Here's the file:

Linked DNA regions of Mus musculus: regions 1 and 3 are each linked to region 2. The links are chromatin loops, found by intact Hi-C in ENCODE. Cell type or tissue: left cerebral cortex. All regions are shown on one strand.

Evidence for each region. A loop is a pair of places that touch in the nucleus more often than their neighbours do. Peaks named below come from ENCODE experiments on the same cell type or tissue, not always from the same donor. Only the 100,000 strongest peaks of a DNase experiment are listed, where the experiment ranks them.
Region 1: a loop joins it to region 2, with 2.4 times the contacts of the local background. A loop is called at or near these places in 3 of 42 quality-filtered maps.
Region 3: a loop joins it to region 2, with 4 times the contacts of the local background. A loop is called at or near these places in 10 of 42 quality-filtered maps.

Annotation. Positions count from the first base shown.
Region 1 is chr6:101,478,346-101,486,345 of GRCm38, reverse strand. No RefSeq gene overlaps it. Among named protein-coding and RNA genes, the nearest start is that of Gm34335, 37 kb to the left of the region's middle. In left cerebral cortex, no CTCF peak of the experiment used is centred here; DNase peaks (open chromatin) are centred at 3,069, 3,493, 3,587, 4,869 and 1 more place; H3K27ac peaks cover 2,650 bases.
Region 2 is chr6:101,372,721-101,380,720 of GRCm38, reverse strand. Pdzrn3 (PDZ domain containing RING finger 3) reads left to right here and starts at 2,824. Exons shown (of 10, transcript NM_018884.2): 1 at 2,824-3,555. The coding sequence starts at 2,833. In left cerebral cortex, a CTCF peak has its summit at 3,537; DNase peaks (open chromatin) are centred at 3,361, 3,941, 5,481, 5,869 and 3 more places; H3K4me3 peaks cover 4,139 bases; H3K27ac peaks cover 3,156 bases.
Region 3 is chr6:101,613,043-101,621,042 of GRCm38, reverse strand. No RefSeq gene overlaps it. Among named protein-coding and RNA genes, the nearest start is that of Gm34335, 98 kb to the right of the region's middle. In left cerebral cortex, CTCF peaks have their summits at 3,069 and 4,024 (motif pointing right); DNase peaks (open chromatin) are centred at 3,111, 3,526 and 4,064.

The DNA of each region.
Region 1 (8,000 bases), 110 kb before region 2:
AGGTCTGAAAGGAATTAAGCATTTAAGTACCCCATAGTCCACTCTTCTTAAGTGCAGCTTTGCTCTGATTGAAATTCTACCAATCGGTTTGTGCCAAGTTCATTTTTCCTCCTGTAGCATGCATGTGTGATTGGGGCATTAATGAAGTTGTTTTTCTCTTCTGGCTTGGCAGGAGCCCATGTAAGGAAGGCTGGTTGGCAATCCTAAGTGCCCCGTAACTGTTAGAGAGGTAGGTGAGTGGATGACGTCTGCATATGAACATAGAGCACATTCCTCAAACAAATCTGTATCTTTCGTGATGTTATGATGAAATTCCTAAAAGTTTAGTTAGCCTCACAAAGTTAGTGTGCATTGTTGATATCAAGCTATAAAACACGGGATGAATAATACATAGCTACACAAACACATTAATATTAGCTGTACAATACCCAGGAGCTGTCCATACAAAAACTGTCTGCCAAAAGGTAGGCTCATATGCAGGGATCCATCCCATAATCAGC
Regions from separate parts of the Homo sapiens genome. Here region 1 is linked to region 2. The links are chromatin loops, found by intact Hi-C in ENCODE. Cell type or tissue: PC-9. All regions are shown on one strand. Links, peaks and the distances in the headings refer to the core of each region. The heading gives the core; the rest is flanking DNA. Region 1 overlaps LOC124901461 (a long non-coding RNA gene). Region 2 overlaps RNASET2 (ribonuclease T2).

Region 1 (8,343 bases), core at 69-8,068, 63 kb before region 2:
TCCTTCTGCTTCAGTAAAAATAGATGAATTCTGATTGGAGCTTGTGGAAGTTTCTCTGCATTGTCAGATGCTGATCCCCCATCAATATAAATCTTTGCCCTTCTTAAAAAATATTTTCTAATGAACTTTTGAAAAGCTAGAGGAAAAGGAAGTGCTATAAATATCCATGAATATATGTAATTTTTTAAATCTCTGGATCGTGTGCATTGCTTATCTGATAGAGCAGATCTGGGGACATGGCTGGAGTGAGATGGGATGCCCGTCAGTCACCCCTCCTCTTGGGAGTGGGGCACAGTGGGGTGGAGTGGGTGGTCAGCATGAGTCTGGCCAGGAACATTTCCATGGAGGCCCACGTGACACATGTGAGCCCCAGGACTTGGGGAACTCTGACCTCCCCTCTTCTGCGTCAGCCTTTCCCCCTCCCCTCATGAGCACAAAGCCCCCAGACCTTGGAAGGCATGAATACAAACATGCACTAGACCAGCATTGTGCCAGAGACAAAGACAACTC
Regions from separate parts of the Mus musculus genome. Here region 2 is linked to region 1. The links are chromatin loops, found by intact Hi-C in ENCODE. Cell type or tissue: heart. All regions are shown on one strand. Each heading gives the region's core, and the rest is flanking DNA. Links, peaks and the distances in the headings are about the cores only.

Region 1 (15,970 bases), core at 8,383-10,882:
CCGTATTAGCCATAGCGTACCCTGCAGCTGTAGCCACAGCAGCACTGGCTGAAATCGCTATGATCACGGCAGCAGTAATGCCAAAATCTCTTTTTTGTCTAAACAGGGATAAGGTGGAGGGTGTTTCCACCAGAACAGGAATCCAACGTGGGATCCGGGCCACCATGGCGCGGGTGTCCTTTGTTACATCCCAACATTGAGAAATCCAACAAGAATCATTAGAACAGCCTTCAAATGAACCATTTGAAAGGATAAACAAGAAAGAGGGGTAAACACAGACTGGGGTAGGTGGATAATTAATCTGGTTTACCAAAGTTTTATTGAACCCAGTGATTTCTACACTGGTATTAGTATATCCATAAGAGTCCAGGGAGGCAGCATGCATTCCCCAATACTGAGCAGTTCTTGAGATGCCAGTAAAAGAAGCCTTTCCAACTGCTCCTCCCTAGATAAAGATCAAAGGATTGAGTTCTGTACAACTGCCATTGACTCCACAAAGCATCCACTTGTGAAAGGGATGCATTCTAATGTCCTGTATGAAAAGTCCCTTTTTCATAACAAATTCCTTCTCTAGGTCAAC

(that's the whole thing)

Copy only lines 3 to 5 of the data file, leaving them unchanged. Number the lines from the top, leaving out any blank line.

Region 1: a loop joins it to region 2, with 2.4 times the contacts of the local background. A loop is called at or near these places in 3 of 42 quality-filtered maps.
Region 3: a loop joins it to region 2, with 4 times the contacts of the local background. A loop is called at or near these places in 10 of 42 quality-filtered maps.

Annotation. Positions count from the first base shown.